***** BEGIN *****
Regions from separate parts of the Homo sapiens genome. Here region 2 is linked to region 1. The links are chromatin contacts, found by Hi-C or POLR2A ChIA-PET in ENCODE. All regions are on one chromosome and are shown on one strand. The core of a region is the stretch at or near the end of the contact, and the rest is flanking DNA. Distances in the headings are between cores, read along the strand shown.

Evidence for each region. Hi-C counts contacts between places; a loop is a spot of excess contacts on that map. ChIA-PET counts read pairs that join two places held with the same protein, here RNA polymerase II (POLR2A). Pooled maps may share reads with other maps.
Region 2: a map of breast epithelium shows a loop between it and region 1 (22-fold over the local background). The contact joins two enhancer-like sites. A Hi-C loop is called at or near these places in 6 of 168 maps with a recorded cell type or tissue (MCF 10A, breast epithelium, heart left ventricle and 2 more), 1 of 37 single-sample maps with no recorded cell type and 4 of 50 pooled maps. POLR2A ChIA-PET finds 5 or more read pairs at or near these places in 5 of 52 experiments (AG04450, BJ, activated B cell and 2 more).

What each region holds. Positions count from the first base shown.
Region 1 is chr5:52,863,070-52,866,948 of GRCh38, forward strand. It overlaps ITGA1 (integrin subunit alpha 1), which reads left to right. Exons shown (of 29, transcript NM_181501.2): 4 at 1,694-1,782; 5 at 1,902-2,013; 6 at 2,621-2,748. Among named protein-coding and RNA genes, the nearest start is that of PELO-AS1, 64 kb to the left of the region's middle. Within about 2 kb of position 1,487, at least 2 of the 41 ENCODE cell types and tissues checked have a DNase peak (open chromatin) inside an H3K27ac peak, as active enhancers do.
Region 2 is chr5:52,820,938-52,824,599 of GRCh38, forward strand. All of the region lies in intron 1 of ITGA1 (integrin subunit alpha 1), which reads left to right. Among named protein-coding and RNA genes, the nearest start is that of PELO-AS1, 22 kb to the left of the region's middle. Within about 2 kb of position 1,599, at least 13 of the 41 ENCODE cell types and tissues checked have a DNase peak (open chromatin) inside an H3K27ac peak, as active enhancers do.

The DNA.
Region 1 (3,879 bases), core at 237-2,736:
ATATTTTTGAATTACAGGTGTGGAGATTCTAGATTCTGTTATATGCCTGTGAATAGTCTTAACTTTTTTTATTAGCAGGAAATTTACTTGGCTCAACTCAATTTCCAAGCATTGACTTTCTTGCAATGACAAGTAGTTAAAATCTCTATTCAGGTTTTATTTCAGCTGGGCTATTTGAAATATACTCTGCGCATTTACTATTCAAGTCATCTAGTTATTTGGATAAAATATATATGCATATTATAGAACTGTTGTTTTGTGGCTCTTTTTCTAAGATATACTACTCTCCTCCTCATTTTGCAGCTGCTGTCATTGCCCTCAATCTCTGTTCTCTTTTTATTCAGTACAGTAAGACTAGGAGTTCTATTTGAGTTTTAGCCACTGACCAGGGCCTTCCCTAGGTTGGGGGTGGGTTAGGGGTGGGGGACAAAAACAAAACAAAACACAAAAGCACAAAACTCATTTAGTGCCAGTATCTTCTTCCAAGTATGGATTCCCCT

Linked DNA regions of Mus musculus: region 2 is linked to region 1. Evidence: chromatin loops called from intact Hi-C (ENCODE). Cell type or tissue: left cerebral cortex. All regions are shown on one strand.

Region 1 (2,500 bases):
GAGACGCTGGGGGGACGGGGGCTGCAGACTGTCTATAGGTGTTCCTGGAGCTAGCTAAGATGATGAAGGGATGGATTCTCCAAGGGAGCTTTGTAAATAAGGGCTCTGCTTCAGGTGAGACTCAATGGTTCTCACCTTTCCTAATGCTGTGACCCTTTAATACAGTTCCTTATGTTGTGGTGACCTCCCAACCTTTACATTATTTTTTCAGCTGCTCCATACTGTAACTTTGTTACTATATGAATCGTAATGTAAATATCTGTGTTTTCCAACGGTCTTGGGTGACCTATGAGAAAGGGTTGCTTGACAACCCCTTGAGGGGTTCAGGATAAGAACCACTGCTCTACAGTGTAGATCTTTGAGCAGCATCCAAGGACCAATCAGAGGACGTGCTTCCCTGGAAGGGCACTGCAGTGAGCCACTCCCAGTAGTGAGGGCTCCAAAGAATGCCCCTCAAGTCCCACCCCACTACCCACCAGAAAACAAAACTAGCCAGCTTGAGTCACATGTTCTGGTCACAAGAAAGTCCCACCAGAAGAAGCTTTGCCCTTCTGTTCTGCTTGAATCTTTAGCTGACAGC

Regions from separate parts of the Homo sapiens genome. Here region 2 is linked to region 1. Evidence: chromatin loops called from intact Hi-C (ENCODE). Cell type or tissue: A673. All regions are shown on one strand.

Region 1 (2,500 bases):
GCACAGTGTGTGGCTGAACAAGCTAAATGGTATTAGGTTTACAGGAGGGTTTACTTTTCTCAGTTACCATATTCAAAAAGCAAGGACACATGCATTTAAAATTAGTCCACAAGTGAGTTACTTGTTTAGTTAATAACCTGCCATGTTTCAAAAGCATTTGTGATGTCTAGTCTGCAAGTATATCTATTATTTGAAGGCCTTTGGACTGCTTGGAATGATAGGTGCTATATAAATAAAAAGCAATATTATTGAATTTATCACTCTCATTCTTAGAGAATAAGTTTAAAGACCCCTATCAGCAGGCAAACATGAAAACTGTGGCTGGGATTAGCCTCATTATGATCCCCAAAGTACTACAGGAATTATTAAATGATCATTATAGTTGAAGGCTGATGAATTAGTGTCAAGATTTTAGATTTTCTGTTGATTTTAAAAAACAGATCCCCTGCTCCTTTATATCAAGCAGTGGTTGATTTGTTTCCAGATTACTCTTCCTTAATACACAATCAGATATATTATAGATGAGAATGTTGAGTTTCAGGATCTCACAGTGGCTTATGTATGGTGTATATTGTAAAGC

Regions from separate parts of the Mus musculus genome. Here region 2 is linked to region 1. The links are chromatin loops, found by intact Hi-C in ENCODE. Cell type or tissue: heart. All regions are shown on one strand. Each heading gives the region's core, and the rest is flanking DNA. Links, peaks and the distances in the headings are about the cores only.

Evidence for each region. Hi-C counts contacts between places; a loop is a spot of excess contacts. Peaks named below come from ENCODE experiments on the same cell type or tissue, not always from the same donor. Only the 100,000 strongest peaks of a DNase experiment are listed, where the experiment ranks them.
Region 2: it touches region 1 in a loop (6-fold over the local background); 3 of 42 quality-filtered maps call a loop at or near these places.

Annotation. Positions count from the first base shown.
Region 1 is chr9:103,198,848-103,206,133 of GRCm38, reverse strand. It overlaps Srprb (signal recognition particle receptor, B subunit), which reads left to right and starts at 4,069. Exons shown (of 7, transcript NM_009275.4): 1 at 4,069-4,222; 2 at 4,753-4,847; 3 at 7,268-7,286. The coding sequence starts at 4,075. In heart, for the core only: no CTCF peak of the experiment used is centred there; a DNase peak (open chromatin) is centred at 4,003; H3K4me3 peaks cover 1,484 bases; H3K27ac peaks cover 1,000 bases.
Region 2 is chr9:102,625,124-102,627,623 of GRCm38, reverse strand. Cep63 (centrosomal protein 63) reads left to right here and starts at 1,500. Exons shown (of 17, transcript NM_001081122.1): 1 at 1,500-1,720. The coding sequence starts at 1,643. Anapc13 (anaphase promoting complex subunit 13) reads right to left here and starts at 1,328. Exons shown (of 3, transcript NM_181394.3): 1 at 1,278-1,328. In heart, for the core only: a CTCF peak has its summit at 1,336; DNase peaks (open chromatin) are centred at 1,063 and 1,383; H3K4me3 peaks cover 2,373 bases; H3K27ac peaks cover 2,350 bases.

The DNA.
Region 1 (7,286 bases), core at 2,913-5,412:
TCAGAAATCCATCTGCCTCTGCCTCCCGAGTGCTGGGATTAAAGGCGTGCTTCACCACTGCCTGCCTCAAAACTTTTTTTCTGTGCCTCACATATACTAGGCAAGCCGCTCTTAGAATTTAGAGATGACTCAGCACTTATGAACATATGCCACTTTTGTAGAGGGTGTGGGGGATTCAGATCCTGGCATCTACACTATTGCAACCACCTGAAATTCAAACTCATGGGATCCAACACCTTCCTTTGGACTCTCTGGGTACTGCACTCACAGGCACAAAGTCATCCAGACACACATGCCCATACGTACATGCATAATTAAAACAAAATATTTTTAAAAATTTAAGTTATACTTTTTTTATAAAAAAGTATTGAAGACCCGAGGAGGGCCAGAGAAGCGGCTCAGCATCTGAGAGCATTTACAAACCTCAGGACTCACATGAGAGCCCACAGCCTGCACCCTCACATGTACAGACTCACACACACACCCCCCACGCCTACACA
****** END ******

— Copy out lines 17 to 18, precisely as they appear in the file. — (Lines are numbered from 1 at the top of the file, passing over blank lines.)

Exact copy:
Evidence for each region. Hi-C counts contacts between places; a loop is a spot of excess contacts. Peaks named below come from ENCODE experiments on the same cell type or tissue, not always from the same donor. Only the 100,000 strongest peaks of a DNase experiment are listed, where the experiment ranks them.
Region 2: it touches region 1 in a loop (6-fold over the local background); 3 of 42 quality-filtered maps call a loop at or near these places.